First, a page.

This is the philosophy that early childhood educators hold onto in their practice – the belief that children of all ages are active participants in all matters affecting their lives.Children are regarded as equal members of society whose feelings, thoughts and actions are respected and valued.It seems fitting for early childhood educators to hold onto this value, but what about everyone else?
How do you view children and teenagers in society? And how is this discussion relevant to counselling and the human services?
Well, as a worker who bridges early education and counselling, this philosophy has been fundamental in guiding my teaching, my counselling practice, and my worldview. It’s also what led me to SKATTLE.In the work of supporting kids and teenagers through life-changing events, the role of counsellors is to listen with the intent to learn and understand in times when young people are often overlooked or misunderstood.Too often, children and teenagers are assumed too young or ignorant to recognise or understand big, life-changing events such as loss and grief, divorce and separation, substance abuse and violence. But are they?
Consider the perspective of a young child in the scenes of a relationship breakdown. Two parents who the child is used to seeing as loving, caring and available slowly become two adults who raise their voices, weep, and fight – a lot. As time goes by, one parent starts to disappear more and more and, when both parents are together, it is noisy and everyone is angry and upset.These parents don’t interact with the child together anymore; when they do, it’s only for a split second before the child is whisked away into a new home environment, with a new bed, toys and furniture.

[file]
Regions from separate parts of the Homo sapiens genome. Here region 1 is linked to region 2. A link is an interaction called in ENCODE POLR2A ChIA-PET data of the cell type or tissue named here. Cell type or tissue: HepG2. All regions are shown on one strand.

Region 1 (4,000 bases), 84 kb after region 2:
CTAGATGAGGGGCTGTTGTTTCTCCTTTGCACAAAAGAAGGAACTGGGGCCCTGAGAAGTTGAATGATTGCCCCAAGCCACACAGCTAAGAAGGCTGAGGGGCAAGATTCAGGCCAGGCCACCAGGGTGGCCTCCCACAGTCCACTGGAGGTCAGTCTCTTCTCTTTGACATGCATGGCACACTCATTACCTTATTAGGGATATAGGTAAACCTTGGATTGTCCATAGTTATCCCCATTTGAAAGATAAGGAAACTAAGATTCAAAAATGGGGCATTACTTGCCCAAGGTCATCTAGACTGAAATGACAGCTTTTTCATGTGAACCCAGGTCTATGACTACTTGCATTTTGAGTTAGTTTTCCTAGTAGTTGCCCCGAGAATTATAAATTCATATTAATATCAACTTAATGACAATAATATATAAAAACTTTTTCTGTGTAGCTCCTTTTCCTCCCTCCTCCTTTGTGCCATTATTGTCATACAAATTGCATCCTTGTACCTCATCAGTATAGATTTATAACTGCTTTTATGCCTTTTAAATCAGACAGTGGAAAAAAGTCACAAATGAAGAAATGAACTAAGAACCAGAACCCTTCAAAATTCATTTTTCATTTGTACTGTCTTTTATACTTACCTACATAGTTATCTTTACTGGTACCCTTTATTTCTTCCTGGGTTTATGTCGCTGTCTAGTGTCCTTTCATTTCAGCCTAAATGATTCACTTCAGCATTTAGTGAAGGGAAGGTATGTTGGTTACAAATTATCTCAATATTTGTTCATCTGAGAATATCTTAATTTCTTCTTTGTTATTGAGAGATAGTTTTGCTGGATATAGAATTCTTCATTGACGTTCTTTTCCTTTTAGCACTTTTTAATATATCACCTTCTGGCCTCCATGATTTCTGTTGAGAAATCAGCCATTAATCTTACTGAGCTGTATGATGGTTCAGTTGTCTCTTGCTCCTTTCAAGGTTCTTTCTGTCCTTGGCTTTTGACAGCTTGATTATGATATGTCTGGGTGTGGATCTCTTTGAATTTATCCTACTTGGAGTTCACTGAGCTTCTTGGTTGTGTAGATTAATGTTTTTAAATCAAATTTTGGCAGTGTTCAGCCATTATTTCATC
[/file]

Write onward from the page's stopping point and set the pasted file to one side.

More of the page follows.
Can this child attach the term ‘relationship breakdown’ to what’s going on? Perhaps not.
But children notice change. Changes in behaviour, environment, interactions, relationships…Amongst the confusion that may have come to overwhelm the child, he/she may try, as much as possible, to make sense of the changes. And whatever this interpretation and understanding comes to be can shape the attitudes and experience of the child, the teenager, then the adult.So, in the world of counselling and human services, how do you view children and teenagers? What sort of opportunities is it inviting or hindering?It’s safe to say that it is the responsibility of all human service workers to maintain a safe and respectful space for clients to express themselves. The setup of this space rests in the hands of the worker – in the philosophy, the questioning, and the responses.Including children and teenagers in the counselling conversation invites different perspectives to the same situation. Given the opportunity, the voice of a young person can reveal their unique experience of the big family problems and their needs within the situation.Advocating for their voices to be heard by the people in their lives can be instrumental in moving children positively forward through change.Children are competent, capable and valued members of families, the greater community and the future. It’s time we respectfully listen and acknowledge their voices and contributions, no matter how young they are. Only with their voices can future generations be heard.
Written by Rachel Khor – teacher, counsellor and life-long learner.